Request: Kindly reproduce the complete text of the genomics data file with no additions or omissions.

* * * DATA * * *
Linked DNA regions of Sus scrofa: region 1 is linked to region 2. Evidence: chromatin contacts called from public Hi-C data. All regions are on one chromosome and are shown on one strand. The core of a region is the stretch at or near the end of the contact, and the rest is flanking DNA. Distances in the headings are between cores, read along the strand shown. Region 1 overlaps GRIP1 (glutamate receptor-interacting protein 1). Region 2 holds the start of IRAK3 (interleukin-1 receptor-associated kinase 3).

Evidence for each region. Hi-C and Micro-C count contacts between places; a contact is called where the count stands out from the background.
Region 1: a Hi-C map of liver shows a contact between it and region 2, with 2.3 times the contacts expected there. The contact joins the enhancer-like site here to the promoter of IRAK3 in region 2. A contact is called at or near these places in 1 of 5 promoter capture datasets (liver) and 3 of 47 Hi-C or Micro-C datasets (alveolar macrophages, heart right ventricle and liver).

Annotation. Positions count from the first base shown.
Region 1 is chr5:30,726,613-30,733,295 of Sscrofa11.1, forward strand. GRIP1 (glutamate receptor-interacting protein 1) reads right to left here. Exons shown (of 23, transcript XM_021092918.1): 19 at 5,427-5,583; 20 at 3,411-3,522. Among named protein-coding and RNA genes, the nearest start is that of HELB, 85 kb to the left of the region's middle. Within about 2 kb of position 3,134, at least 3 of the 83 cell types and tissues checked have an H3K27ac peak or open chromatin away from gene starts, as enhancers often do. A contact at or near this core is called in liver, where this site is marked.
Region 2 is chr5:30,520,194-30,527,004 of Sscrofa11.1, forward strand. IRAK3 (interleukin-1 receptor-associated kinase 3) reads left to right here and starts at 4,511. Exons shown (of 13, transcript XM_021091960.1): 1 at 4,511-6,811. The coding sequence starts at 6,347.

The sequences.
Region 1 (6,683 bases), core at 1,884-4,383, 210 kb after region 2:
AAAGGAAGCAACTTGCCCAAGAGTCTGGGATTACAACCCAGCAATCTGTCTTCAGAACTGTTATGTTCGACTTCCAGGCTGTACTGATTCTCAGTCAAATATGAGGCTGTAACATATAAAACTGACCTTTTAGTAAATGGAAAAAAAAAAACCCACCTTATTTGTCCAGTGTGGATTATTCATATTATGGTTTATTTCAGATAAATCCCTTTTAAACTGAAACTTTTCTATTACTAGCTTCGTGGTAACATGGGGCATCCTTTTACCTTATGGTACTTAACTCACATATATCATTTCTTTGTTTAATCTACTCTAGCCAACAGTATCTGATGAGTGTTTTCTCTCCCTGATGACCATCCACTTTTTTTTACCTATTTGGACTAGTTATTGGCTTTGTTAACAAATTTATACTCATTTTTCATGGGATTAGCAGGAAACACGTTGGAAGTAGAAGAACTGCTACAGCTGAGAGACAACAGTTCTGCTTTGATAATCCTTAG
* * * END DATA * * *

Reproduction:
Linked DNA regions of Sus scrofa: region 1 is linked to region 2. Evidence: chromatin contacts called from public Hi-C data. All regions are on one chromosome and are shown on one strand. The core of a region is the stretch at or near the end of the contact, and the rest is flanking DNA. Distances in the headings are between cores, read along the strand shown. Region 1 overlaps GRIP1 (glutamate receptor-interacting protein 1). Region 2 holds the start of IRAK3 (interleukin-1 receptor-associated kinase 3).

Evidence for each region. Hi-C and Micro-C count contacts between places; a contact is called where the count stands out from the background.
Region 1: a Hi-C map of liver shows a contact between it and region 2, with 2.3 times the contacts expected there. The contact joins the enhancer-like site here to the promoter of IRAK3 in region 2. A contact is called at or near these places in 1 of 5 promoter capture datasets (liver) and 3 of 47 Hi-C or Micro-C datasets (alveolar macrophages, heart right ventricle and liver).

Annotation. Positions count from the first base shown.
Region 1 is chr5:30,726,613-30,733,295 of Sscrofa11.1, forward strand. GRIP1 (glutamate receptor-interacting protein 1) reads right to left here. Exons shown (of 23, transcript XM_021092918.1): 19 at 5,427-5,583; 20 at 3,411-3,522. Among named protein-coding and RNA genes, the nearest start is that of HELB, 85 kb to the left of the region's middle. Within about 2 kb of position 3,134, at least 3 of the 83 cell types and tissues checked have an H3K27ac peak or open chromatin away from gene starts, as enhancers often do. A contact at or near this core is called in liver, where this site is marked.
Region 2 is chr5:30,520,194-30,527,004 of Sscrofa11.1, forward strand. IRAK3 (interleukin-1 receptor-associated kinase 3) reads left to right here and starts at 4,511. Exons shown (of 13, transcript XM_021091960.1): 1 at 4,511-6,811. The coding sequence starts at 6,347.

The sequences.
Region 1 (6,683 bases), core at 1,884-4,383, 210 kb after region 2:
AAAGGAAGCAACTTGCCCAAGAGTCTGGGATTACAACCCAGCAATCTGTCTTCAGAACTGTTATGTTCGACTTCCAGGCTGTACTGATTCTCAGTCAAATATGAGGCTGTAACATATAAAACTGACCTTTTAGTAAATGGAAAAAAAAAAACCCACCTTATTTGTCCAGTGTGGATTATTCATATTATGGTTTATTTCAGATAAATCCCTTTTAAACTGAAACTTTTCTATTACTAGCTTCGTGGTAACATGGGGCATCCTTTTACCTTATGGTACTTAACTCACATATATCATTTCTTTGTTTAATCTACTCTAGCCAACAGTATCTGATGAGTGTTTTCTCTCCCTGATGACCATCCACTTTTTTTTACCTATTTGGACTAGTTATTGGCTTTGTTAACAAATTTATACTCATTTTTCATGGGATTAGCAGGAAACACGTTGGAAGTAGAAGAACTGCTACAGCTGAGAGACAACAGTTCTGCTTTGATAATCCTTAG